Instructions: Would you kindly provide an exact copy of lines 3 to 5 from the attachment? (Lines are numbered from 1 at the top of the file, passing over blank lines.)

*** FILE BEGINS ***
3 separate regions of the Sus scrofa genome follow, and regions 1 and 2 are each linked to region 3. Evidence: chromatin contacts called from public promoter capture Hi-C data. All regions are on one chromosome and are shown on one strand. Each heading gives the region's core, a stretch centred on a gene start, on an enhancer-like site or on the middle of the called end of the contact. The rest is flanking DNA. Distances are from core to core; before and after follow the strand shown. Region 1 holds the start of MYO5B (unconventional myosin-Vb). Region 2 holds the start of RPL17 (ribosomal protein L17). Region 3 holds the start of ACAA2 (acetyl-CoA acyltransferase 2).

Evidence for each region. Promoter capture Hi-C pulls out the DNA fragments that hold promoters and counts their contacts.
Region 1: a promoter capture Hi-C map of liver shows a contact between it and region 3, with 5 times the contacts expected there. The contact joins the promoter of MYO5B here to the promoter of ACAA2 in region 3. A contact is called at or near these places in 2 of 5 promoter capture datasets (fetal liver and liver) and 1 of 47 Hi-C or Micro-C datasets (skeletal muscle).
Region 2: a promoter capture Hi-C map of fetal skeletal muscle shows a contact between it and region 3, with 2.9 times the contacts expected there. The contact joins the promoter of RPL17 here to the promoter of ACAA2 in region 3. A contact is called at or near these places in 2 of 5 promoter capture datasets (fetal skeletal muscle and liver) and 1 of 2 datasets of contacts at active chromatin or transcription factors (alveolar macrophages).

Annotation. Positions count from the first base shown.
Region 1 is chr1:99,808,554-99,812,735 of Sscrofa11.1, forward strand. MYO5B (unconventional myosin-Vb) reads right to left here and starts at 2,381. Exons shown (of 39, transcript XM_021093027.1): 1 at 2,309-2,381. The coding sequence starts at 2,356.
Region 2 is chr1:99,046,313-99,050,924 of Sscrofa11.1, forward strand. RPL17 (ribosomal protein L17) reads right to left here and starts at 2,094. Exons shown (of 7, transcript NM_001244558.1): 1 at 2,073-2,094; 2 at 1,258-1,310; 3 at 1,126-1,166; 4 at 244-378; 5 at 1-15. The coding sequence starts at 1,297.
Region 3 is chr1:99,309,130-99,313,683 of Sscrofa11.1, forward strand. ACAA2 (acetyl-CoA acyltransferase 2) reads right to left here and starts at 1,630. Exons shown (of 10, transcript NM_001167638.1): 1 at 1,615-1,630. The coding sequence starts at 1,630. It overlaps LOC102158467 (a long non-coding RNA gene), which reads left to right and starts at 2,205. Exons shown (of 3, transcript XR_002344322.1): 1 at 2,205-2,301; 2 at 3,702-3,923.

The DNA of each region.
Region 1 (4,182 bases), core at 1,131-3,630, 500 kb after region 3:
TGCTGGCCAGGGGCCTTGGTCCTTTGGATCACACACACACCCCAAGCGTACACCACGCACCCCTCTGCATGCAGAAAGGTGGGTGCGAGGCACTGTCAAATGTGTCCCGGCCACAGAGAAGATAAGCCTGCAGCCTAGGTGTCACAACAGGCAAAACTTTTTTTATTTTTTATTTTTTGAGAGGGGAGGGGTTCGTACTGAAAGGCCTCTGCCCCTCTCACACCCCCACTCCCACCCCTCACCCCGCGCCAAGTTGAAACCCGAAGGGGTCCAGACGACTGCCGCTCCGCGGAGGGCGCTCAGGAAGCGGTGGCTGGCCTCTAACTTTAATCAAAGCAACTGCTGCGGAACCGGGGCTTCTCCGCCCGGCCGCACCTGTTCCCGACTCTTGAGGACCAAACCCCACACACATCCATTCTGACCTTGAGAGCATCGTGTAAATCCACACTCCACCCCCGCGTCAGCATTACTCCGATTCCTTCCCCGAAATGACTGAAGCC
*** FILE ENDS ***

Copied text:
Region 1: a promoter capture Hi-C map of liver shows a contact between it and region 3, with 5 times the contacts expected there. The contact joins the promoter of MYO5B here to the promoter of ACAA2 in region 3. A contact is called at or near these places in 2 of 5 promoter capture datasets (fetal liver and liver) and 1 of 47 Hi-C or Micro-C datasets (skeletal muscle).
Region 2: a promoter capture Hi-C map of fetal skeletal muscle shows a contact between it and region 3, with 2.9 times the contacts expected there. The contact joins the promoter of RPL17 here to the promoter of ACAA2 in region 3. A contact is called at or near these places in 2 of 5 promoter capture datasets (fetal skeletal muscle and liver) and 1 of 2 datasets of contacts at active chromatin or transcription factors (alveolar macrophages).

Annotation. Positions count from the first base shown.